The EPS does not apply to existing plant, which must in any event fit pollution clean-up equipment to meet tighter limits from January 2016. Under the European Industrial Emissions Directive (IED), plants that do not fit clean-up equipment will from January 2016 be subject to a 17,500 hour limit on their operation, after which they must close, or, from mid-2020 be limited to just 1,500 hours of operation a year.

The House of Lords had voted 4th November to give the Secretary of State the power to apply the emissions performance standard—EPS—to any existing fossil fuel power station upgrading to conform to the IED. The Energy Bill returned to the House of Commons, where MPs voted 318 to 236 (4th December) to overturn the amendment. The Government did not consider it necessary to grant itself this power.

Per the 4th December debate – “Let us be clear about what the amendment would do and what it would mean for coal plant. Coal plants operating in 2013 effectively have three choices. The first is to leave the plant as it is, without investment, in which case it would close some time before 2023, depending on how quickly it used the permitted hours of operation to which the Minister referred. The second is to upgrade in order to conform to the industrial emissions directive, as has been done at least once, at Ratcliffe-on-Soar, and as others are considering doing. The third is to upgrade more significantly to extend the lifetime and meet the IED stipulations.

The coal-fired power stations in the first category would be unaffected by the amendment. If they burned through their allowances quickly, operating at 55% load factor, they would still run until 2020, and because of the likely profitability of the capacity market being introduced, I suspect that many would choose to run at slightly lower load levels until 2023. The Government’s emissions performance standards, already in the Bill, will apply to the third category of plant—those that extend their lives through investment. The amendment would impact on the second group and take effect, effectively, from 2023.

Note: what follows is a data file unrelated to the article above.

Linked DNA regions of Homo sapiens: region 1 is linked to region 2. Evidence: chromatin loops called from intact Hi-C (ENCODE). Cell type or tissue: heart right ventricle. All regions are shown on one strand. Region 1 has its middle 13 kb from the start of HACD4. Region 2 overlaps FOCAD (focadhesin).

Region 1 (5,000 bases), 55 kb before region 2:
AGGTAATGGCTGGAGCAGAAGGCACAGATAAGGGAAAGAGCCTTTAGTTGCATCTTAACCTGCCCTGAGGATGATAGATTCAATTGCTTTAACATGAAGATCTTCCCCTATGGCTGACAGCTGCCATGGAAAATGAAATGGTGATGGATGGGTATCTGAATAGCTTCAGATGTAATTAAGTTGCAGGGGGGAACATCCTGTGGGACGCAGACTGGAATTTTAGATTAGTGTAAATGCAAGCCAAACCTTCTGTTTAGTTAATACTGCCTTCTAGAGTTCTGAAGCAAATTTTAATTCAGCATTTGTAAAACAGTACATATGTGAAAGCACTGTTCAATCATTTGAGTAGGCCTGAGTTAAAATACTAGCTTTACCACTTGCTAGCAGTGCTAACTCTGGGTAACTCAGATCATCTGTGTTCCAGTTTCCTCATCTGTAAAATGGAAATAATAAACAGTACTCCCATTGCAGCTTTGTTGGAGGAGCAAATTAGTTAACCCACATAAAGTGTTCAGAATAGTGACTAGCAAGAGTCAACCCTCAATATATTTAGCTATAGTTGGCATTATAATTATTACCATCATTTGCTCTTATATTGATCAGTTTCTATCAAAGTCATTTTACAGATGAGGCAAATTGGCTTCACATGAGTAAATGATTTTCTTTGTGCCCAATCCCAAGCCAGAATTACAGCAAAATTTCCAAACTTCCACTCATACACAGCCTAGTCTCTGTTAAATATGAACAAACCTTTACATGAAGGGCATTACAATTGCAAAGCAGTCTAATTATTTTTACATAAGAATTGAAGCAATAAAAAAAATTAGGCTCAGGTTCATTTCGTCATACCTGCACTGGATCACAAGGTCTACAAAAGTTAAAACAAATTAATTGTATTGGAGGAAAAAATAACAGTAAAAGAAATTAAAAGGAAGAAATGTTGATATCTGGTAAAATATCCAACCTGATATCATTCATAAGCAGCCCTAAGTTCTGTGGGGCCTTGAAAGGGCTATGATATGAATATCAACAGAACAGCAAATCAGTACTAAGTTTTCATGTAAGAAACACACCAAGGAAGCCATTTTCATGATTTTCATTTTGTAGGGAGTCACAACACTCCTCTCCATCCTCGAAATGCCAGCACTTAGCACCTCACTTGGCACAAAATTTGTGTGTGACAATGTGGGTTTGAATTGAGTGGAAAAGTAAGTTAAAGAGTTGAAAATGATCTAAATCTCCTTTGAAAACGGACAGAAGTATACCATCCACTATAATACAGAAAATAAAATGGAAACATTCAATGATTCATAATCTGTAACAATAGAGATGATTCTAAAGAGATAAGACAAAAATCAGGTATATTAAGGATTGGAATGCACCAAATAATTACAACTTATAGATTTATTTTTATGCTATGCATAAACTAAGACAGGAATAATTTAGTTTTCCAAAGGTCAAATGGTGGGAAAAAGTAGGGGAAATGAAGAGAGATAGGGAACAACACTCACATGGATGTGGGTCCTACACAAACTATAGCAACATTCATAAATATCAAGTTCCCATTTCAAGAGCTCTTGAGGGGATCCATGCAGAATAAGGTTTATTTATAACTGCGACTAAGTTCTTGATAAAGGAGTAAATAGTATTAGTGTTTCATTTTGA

The EPS limits on carbon emissions are expressed as the amount of CO2 per kWh, but they limit the amount produced not per hour but per year. A typical power station, therefore, would be limited to a 40% to 45% load factor without lowering its emissions rate. That means running at a low load factor, to manage peaks in demand or in winter, or becoming serious about CCS. Neither choice is the end of coal generation in the UK.

From the Minister’s remarks, it seems that the Government are not persuaded by the amendment for several reasons.”